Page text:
Respiratory Health of Pacific Youth: Nutrition Resilience and Risk in Childhood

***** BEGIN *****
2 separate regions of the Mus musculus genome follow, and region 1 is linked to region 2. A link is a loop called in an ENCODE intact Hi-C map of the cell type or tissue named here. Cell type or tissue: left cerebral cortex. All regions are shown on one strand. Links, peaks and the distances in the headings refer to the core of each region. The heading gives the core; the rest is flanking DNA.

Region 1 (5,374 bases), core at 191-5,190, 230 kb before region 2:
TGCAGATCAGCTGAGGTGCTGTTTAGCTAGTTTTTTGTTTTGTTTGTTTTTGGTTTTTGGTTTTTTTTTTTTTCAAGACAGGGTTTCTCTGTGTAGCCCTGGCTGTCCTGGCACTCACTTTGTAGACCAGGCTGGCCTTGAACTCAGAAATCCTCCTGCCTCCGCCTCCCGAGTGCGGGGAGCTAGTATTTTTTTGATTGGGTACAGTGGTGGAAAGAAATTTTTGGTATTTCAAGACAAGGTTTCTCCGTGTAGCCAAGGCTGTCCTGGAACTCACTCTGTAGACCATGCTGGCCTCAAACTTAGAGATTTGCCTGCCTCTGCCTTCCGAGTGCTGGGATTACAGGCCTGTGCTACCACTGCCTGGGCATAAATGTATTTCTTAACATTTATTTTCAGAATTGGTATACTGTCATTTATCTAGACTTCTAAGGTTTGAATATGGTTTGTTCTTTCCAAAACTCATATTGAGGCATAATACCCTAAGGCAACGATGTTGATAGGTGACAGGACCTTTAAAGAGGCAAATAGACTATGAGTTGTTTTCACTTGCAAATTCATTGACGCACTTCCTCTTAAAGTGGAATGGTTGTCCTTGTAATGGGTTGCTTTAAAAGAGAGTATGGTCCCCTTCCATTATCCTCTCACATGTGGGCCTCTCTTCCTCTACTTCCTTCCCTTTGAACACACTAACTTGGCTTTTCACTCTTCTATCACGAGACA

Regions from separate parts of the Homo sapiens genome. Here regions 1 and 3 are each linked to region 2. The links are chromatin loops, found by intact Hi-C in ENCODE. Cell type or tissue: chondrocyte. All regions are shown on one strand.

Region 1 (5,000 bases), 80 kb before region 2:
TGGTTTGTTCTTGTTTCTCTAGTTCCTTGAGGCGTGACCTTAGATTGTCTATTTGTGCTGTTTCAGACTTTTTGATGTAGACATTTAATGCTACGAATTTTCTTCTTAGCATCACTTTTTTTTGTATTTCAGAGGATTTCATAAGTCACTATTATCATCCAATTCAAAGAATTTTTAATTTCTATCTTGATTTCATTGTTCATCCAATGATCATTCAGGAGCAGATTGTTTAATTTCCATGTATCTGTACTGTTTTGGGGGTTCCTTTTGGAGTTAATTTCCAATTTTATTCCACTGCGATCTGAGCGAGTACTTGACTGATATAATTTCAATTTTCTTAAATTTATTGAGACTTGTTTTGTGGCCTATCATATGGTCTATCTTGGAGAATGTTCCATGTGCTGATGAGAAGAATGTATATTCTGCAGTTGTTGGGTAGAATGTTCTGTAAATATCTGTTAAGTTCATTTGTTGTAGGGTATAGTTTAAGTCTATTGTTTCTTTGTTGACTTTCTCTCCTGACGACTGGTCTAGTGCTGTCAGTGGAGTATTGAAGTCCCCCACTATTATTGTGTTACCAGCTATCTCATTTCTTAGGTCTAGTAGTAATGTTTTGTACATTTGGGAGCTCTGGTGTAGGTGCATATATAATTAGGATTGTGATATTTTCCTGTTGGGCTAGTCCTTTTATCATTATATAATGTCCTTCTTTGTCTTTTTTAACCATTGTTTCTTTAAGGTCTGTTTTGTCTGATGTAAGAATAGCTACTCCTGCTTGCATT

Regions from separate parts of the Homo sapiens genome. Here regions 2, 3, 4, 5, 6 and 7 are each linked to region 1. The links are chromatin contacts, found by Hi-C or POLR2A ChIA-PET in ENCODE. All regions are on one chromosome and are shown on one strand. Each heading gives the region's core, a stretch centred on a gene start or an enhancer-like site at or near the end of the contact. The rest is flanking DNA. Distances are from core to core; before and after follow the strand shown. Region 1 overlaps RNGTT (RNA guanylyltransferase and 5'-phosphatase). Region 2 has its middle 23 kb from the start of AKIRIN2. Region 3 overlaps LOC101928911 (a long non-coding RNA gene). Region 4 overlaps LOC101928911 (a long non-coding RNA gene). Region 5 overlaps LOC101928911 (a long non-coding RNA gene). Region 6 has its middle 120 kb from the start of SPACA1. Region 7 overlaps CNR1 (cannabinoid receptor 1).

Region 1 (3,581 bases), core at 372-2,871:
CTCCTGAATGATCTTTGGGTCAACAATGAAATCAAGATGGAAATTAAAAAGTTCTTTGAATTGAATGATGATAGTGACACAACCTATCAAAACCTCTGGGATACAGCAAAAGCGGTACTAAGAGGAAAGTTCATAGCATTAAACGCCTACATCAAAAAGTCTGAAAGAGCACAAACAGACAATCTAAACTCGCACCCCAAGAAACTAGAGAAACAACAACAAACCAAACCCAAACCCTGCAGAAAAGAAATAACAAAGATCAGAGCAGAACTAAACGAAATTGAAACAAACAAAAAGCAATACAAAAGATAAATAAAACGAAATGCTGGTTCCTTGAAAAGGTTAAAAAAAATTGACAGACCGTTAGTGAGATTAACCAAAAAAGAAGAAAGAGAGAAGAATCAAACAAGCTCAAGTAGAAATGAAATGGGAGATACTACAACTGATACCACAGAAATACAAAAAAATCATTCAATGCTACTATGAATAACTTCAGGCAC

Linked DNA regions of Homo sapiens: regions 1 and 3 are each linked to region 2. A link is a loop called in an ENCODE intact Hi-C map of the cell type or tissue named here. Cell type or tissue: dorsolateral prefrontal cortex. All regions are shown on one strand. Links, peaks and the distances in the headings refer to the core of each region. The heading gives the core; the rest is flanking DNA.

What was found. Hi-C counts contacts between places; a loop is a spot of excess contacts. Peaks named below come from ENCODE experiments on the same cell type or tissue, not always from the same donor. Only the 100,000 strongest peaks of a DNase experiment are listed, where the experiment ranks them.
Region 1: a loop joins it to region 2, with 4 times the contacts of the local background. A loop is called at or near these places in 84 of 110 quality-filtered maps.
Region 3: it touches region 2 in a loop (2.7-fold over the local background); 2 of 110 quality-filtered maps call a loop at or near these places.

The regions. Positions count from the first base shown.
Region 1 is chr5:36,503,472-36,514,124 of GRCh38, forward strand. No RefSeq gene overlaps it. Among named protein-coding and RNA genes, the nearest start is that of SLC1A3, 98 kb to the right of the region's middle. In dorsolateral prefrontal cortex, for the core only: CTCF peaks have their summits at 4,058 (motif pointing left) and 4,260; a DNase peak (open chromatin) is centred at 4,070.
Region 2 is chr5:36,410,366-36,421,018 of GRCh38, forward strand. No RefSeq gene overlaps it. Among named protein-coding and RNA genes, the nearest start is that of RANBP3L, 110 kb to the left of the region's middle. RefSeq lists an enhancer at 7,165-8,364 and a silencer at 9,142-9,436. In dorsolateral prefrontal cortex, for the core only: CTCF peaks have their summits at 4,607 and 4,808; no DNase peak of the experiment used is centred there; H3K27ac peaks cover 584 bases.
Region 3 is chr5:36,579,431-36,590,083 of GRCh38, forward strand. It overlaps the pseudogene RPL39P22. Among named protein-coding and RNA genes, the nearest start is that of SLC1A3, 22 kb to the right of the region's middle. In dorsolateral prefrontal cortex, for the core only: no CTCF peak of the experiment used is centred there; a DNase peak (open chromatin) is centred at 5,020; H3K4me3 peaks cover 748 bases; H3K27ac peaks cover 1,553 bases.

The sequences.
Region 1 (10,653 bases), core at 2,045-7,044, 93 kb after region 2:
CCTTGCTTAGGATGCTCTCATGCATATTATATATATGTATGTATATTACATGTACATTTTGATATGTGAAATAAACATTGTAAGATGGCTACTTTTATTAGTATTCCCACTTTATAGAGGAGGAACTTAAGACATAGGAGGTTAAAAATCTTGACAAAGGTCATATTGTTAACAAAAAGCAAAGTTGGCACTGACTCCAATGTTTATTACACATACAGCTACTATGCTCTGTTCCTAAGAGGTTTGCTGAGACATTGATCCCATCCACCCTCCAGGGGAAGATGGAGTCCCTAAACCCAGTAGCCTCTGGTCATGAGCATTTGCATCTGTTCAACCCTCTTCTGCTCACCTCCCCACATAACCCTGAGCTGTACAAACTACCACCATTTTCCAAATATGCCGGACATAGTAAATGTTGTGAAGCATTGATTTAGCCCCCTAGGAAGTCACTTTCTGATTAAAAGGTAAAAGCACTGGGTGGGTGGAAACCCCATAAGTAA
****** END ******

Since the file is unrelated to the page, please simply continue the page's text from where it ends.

In New Zealand, 7% of deaths are related to respiratory diseases, and Pacific people are at higher risk. This work investigated the causal effects of early-life nutritional factors on early-adulthood lung function among Pacific Islands Families Study cohort members, who consist of the 1398 individuals born from Pacific Island families in Middlemore Hospital between March and December 2000.A total of 466 people from the cohort participated in the respiratory study. The primary outcome was the forced expiratory volume in 1 s (FEV1) z-score at age 18 years. FEV1 and healthy lung function (HLF), defined as the z-score being larger than −1.64, were secondary outcomes. Nutrition and other information were previously collected in 4 measurement waves at ages 4, 6, 9, and 14 years. Food portions consumed daily were totaled within each of the 12 food categories at each measurement wave. Exploratory and multi-group confirmatory factor analyses identified 4 eating patterns represented by nutritional factor scores (NFS), identified as “Occasional”, “Seafood”, “Fruit and vegetables”, and “Meat”. The NFS were scaled to portions per day. Confounders were identified using a causal-directed acyclical graph. Semi-parametric linear and relative risk regression models were fitted to estimate the causal effects of NFS on respiratory outcomes, using estimated weights compensating for attrition-induced selection bias. The population-attributable fractions of HLF for each NFS were estimated for each measurement wave. HLF cohort prevalence was estimated at 90% (95% confidence interval [CI] [0.86, 1.00]), lower than the expected 95%. Only the “Fruit and vegetables” eating pattern at 9 years was found to have a statistically significant causal effect on the FEV1 z-score in early adulthood (change in FEV1 z-score: +0.25, 95%CI [0.00, 0.43]). The proportion of HLF attributable to the “Fruit and vegetables” eating pattern at 9 years was estimated at 11% (95%CI [0.00, 0.19]). Results suggest a positive impact of consuming more fruit and vegetables during childhood on respiratory health later in life. There is a need to support healthier food environments for Pacific children and provide access to healthier food choices.